Michigan Attorney General Granholm Files Charges in Three Identity Theft Cases

Apr 11, 2001, 01:00 ET from Office of the Michigan Attorney General

    LANSING, Mich., April 11 /PRNewswire/ -- Attorney General Jennifer M.
 Granholm today announced that her High Tech Crime Unit has filed felony
 criminal charges against three Michigan individuals accused of stealing the
 identities of other people in order to illegally establish credit card
 accounts and purchase merchandise.  In two of the cases, the defendants are
 accused of using their home computers to illegally apply for credit or to make
 their purchases.  In the third, the defendant is accused of obtaining personal
 identity information from medical and other records he observed shoppers drop
 at a Detroit shopping center.
     Granholm said:  "Unfortunately, our Internet age is quickly giving rise to
 the identity theft age.  Because it's so much easier to shop, bank, or access
 your medical records on-line, it's also much easier for a crook to steal that
 information.  With fewer and fewer face-to-face interactions with a bank
 teller or a store clerk, it's also becoming easier for those crooks to use
 that information without your knowledge.  Would-be identity thieves should
 know, however, that this is not the 'perfect crime'; law enforcement is
     Granholm added:  "This is one of those crimes where the best defense is a
 good offense.  Treat your personal information like you would your personal
 diary -- store it securely, don't share it with a stranger unless you have to,
 and if you do share it, be sure you know what it's being used for."
     In the first case, John Hammond, age 36 of St. Joseph, is charged with one
 count each of knowingly stealing a credit card without the owner's consent, of
 illegally using the card without the owner's consent, and of using a computer
 to commit a crime.  Hammond's charges were filed in 5th District Court in
 St. Joseph.
     According to the complaint, on January 29, 2001, St. Joseph Township
 police received a complaint alleging that a citizen's credit card had been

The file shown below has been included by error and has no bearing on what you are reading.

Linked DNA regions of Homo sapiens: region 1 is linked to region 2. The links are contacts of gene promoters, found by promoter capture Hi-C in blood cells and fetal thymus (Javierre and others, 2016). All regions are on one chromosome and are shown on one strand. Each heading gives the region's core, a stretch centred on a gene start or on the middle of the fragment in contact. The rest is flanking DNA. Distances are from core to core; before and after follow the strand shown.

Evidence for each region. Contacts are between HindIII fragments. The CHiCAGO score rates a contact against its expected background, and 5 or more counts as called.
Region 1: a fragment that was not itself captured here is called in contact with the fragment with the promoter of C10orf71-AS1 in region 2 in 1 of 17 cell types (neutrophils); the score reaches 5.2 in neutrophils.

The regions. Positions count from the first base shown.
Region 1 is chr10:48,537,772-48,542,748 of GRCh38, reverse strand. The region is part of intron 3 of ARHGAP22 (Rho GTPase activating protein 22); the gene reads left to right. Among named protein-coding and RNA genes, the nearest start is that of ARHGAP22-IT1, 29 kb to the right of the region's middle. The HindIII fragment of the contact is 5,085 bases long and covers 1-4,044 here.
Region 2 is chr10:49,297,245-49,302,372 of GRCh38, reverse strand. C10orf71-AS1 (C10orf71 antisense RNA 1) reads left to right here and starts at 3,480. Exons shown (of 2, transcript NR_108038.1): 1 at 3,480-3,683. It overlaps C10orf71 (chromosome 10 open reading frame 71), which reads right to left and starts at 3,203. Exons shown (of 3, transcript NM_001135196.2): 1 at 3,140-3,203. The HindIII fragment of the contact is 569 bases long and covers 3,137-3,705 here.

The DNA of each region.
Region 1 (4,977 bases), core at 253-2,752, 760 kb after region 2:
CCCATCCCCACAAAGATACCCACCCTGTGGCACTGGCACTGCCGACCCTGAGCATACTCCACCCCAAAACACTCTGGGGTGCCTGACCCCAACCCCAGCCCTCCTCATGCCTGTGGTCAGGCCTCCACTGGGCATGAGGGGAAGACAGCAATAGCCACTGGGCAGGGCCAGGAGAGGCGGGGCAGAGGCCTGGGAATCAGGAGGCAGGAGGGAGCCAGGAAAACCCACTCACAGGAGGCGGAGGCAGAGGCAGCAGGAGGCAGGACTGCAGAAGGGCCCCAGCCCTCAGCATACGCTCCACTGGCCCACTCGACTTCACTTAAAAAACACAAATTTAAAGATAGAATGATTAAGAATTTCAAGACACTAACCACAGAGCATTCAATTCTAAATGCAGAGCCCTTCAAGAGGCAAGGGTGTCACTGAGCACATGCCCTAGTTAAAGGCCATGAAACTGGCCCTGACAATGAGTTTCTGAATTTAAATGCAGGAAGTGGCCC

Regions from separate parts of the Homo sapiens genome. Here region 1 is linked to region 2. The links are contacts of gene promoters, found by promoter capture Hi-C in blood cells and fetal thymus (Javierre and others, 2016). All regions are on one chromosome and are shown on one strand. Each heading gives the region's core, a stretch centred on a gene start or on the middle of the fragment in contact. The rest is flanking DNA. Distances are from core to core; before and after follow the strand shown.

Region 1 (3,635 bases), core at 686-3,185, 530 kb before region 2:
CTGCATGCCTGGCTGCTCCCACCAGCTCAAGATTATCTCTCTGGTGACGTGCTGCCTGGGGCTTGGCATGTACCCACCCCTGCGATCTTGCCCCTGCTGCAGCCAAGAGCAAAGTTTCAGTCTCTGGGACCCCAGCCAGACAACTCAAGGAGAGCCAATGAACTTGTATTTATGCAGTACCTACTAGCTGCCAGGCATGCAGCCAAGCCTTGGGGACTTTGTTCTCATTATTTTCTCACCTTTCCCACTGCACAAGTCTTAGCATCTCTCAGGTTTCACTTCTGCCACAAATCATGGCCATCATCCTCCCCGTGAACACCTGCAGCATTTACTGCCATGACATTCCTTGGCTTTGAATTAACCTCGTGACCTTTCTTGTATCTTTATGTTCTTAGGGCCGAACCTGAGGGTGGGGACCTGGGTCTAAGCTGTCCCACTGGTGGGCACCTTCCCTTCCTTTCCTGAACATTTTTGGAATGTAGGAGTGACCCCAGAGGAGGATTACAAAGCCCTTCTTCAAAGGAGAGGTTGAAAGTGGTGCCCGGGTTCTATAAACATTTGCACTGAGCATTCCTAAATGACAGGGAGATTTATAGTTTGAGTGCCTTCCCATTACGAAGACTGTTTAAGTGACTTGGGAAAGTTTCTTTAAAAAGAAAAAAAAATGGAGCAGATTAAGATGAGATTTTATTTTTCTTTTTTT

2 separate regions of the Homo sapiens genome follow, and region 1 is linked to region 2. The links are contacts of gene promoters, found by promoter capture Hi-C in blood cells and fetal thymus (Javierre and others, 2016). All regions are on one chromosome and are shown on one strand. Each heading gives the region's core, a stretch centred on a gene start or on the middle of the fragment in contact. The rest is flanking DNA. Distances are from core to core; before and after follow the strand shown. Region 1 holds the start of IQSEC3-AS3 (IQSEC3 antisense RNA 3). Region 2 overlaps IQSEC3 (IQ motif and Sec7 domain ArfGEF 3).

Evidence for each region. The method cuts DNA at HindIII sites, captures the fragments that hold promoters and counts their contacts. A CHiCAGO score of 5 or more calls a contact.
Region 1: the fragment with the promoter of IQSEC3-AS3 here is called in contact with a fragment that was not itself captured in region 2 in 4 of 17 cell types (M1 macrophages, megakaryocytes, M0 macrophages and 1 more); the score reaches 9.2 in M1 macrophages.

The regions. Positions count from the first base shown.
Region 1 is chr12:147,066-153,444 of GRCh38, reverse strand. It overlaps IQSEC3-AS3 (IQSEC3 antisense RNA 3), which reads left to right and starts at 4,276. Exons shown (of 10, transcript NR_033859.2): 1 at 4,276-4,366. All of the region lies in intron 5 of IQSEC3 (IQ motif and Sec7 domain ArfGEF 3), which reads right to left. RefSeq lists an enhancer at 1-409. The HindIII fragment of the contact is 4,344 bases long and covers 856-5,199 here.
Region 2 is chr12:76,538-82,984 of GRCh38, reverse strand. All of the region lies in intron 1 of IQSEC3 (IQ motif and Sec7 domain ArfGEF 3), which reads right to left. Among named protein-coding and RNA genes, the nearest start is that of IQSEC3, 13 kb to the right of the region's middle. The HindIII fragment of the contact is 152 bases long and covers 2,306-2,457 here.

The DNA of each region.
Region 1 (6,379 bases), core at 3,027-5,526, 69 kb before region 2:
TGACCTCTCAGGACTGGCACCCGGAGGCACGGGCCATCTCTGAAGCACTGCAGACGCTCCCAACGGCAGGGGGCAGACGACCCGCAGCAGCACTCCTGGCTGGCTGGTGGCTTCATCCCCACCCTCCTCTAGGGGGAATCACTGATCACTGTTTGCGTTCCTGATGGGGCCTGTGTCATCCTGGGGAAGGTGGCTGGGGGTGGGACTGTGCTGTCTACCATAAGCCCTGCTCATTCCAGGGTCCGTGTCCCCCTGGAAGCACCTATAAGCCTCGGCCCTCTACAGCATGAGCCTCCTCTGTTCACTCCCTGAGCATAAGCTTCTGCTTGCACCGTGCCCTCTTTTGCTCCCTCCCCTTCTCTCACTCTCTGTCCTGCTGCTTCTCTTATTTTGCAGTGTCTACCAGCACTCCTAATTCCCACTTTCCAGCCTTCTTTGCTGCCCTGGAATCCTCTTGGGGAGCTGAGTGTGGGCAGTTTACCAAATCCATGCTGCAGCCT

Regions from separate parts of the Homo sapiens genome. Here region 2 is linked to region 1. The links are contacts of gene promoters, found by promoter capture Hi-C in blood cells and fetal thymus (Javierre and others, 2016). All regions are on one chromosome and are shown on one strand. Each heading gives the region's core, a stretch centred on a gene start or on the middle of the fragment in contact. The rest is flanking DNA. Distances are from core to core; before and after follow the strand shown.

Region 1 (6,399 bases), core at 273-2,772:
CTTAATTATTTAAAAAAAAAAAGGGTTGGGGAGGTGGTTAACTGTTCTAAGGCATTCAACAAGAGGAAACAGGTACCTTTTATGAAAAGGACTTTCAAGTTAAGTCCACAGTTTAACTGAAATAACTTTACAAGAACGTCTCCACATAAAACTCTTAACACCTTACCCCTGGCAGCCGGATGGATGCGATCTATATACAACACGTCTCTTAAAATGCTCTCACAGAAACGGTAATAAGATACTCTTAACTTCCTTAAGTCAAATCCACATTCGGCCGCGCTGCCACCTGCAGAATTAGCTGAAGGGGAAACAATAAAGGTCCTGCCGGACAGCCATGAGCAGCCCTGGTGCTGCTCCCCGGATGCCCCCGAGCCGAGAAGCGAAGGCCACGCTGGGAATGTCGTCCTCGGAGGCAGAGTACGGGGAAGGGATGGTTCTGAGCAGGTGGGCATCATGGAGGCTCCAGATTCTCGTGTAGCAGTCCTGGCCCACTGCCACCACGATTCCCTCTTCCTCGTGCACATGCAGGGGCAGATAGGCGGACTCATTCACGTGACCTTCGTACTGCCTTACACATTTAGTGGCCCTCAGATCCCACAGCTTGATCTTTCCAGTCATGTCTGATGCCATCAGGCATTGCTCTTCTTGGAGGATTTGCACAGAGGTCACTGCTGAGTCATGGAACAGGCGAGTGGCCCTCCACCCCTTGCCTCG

used, without consent, to make two on-line purchases of golf equipment for
 $1,647.  Working with the local police, investigators from the Attorney
 General's High Tech Crime Unit were able to track the purchases back to an
 Internet account and phone number registered to Michelle Hammond of
 St. Joseph.  John Hammond later admitted to police and investigators that he
 had taken the credit card while working at the citizen's home and had later
 used it to make the on-line golf purchases.
     In the second case, Tezanne Edwina Barber, age 34 of Romulus, is charged
 with five counts of applying for credit in another's name and one count of
 using a computer to commit fraud.  Barber's charges were filed in 34th
 District Court in Romulus.
     The complaint alleges that, between November 1999 and May 2000, Barber
 used the name and social security numbers of nine individuals with whom she
 had previously worked at MediaOne and Control Data Processing, a temporary
 employment agency.  Barber allegedly then used the names and social security
 numbers to apply for fraudulent credit accounts with various banks and
 retailers.  In each instance, Barber used her home computer to apply for the
 credit; she eventually used the credit accounts to make purchases totaling
 more than $1,900.
     In the final case, Darryl Carswell, age 35 of Detroit, is charged with two
 counts of applying for credit in another's name, two counts of using another's
 credit card without their consent, and one count of being a habitual felony
 offender.  Carswell had previously been convicted of carrying a concealed
 weapon without a license, a felony.  Carswell's charges were filed in 36th
 District Court in Detroit.
     Carswell is accused of applying for and receiving credit cards in the
 names of people other than himself.  On November 3, 2000, Carswell accepted
 delivery of an American Express card in the name of one of the victims.
 According to U.S. Postal Inspectors, Carswell identified himself as the victim
 upon receipt of the card.  After receiving the card, Carswell admitted to
 using his cell phone to apply for American Express, Visa, and JC Penney credit
 cards in the names of others.  Carswell allegedly used the credit cards to buy
 ping-pong tables and other gaming tables for his Detroit residence.  Carswell
 admitted to Attorney General investigators that he obtained the personal
 information necessary to apply for the credit cards when he picked up medical
 and other personal records dropped by shoppers at a Detroit-area shopping
     Granholm added:  "I'd like to thank the United States Postal Inspection
 Service, the Detroit Police Department, the St. Joseph Township Police
 Department, the Romulus Police Department, and the Michigan State Police
 Computer Crimes Unit for their expertise and assistance in all of these cases.
 These kinds of partnerships symbolize the way crime will be prevented and
 fought in the future."
     The penalties for the charges in these cases are as follows:
     * stealing a financial device - 4 years in prison and/or a $2,000 fine;
     * illegal use of a financial device - 4 years in prison and/or a $2,000
     * unauthorized credit application - 4 years in prison and/or a $2,500
     * using a computer to commit a crime - 7 years in prison and/or a $5,000
     * habitual felony offender - 1 1/2 times the maximum sentence on the
       primary offense.
     A criminal charge is merely an accusation, and the defendant is presumed
 innocent until and unless proven guilty.
     All Attorney General news releases may be found at www.ag.state.mi.us

SOURCE Office of the Michigan Attorney General